Employees Raise Concerns About MediaNews Takeover

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One thing about William Dean Singleton: The chief executive of MediaNews Group makes people nervous.With MediaNews on the verge of buying four newspapers from McClatchy Co. for $1 billion, the question now is, what next?

In Detroit, a union leader said employees were disappointed at voluntary buyouts and a decision not to print a Sunday edition of The Detroit News, owned by MediaNews. In San Jose, Calif., where the Mercury News is part of Wednesday’s deal, a union leader said he’s concerned about staffing levels.

“People are nervous, as anyone would be when they don’t know what their fate is,” said Mike Bazeley, a senior Web editor at the Mercury News, which McClatchy has had on the selling block for months. “We’ve been on this roller coaster now since November.”

MediaNews Group Inc., publisher of The Denver Post and other newspapers, is also acquiring the Contra Costa Times, the Monterey County Herald and the St. Paul Pioneer Press.

An official for the labor union representing about 600 workers at the San Jose and Monterey papers remained hopeful government regulators will block MediaNews’ takeover to prevent too many newspapers from falling under the same ownership.

“We haven’t given up yet,” said Luther Jackson, executive officer for the San Jose Newspaper Guild/CWA Local 39098. “All the people we talk to in these communities want more news, not less.”

California Attorney General Bill Lockyer already has signaled he intends to examine the deal to make sure readers and advertisers aren’t hurt by the planned takeover.

Citing Singleton’s cost-cutting history, Jackson predicted MediaNews will try to boost its profits by jettisoning some of the reporters, photographers and editors that perform similar duties at its Bay Area papers.

In a meeting with the Mercury News’ staff late Wednesday, Singleton told employees any decision to cut jobs would be left to the local management teams, according to a reporter who attended the session.

For newsroom staff, Singleton’s reputation is fearsome. Reporters at the Long Beach Press-Telegram recalled getting 15 minutes to reinterview for their jobs after he bought the paper in 1997. Feature writer Debbie Arrington told the Los Angeles Times that some older staffers “felt like they were being sent to the glue factory.”

After acquiring the Oakland Tribune in 1992, Singleton reportedly cut most of the paper’s 600 jobs. And after paying about $150 million for the Houston Post, Singleton closed it in 1995, putting more than 1,000 people out of work.

With no family pot of money and not much of a track record, Singleton has been buying newspapers since his 20s, earning an early reputation for being a cost cutter and taking on papers other people didn’t want.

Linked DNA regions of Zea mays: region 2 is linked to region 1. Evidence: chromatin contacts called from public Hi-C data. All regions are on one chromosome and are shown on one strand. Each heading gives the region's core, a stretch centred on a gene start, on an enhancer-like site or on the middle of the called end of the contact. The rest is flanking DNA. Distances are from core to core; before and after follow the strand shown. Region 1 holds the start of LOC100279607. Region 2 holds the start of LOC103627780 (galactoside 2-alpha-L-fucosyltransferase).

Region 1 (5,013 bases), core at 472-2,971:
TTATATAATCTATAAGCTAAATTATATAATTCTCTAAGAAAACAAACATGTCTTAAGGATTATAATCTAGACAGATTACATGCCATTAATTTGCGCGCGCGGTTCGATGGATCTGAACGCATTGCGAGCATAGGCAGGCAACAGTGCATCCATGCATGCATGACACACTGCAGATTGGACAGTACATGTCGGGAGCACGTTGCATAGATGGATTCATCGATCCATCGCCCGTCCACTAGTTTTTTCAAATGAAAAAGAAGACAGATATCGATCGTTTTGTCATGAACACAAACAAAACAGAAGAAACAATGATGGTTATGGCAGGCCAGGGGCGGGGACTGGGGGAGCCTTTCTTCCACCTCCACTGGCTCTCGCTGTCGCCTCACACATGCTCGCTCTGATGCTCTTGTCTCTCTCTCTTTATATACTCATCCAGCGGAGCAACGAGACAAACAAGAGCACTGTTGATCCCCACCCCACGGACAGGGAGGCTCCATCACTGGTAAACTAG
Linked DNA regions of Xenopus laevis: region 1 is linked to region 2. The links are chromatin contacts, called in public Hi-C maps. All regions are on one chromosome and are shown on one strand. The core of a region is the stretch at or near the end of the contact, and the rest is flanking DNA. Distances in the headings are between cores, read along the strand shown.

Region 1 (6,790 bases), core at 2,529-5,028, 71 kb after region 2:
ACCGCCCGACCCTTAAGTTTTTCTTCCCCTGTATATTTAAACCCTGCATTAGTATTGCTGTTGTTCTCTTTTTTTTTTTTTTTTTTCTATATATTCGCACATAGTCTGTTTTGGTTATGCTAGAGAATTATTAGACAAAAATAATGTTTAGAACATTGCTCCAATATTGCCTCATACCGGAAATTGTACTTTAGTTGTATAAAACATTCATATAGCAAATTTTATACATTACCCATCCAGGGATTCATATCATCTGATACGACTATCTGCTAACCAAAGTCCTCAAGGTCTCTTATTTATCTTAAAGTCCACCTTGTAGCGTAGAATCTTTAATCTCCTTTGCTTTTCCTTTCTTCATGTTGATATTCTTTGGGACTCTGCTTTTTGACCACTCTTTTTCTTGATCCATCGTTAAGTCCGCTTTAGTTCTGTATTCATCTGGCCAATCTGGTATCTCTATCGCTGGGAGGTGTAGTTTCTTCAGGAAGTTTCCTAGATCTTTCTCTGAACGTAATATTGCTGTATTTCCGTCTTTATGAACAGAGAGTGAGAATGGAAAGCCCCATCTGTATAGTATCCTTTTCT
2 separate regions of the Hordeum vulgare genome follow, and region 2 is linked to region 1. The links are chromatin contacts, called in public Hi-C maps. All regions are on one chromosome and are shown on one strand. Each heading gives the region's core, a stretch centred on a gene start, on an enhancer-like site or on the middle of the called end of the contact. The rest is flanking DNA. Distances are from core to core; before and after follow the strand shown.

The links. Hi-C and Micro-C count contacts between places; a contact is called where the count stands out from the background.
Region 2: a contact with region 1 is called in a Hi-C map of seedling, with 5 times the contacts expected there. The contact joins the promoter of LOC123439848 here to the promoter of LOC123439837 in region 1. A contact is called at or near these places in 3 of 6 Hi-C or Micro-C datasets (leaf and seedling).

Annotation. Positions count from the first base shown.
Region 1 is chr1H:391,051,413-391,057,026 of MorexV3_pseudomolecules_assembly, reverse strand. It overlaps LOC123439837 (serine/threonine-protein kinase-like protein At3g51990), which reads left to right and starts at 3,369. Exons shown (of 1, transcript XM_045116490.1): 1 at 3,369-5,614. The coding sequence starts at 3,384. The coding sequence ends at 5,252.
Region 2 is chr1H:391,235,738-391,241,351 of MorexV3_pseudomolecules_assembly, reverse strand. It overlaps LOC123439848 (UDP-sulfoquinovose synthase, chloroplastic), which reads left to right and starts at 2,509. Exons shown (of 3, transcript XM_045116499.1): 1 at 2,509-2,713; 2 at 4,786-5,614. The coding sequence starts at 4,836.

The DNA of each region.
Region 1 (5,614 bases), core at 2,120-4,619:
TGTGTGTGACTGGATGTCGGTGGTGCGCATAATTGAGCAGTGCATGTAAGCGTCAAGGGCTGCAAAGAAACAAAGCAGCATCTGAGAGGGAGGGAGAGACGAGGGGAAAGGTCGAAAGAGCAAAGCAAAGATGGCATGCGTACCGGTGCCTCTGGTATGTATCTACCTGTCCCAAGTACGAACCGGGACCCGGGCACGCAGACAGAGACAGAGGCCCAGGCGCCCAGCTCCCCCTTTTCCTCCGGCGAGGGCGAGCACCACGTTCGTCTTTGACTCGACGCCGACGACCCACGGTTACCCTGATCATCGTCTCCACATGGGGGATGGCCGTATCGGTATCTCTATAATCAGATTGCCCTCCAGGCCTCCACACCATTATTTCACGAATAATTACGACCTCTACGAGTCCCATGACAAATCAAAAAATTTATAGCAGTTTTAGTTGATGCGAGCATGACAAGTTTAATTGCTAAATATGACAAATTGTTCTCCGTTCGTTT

Yet that’s not the way he’s run one of MediaNews’ biggest names, The Denver Post, said Rick Edmonds, a researcher and writer at the Poynter Institute.

“It’s different now. He may have evolved a bit in what his objectives and strategies are,” Edmonds said. “If he ever was a black sheep in the industry, he’s not anymore. He’s very much an industry leader.”

MediaNews, which Singleton founded in 1983 with newsprint manufacturer Richard Scudder, owns some 40 daily newspapers, four radio stations and a television station.

Independent newspaper industry analyst John Morton said the deal with McClatchy will probably lead to consolidation in administrative offices, at least, and more emphasis on local coverage.

“MediaNews papers didn’t ignore the national and international news, but they clearly put their greatest emphasis on local coverage,” he said.

Jackson thought the opposite was possible.

“We’re concerned about staffing levels and the level of service to the community,” he said. “Obviously there’s concern about what happens in a clustering scenario where one owner owns a number of papers in the same area. There’s a tendency to have regional coverage at the expense of local coverage.”

MediaNews recently took over The Detroit News, where employees are waiting to see how many colleagues will take voluntary separation packages, said Louis J. Mleczko, president of the Newspaper Guild of Detroit.

Analysts have said it makes sense for MediaNews, which owns several papers in the Bay Area, to buy papers in northern California from McClatchy. Morton said there didn’t seem to be a clear strategy for Singleton’s interest in St. Paul, Minn.

Mercury News reporter Dan Reed, who worked for the Oakland Tribune, said the Tribune was hemorrhaging money when Singleton bought it and saved it.

“But because of the market there in Oakland, he paid low wages,” Reed said. “The Merc is making money, and it’s an outstanding newspaper. We’re all concerned right now that he might try to cut wages and benefits, but we don’t know. What I do know is I don’t want to be eating cat food and government cheese in my dotage.”

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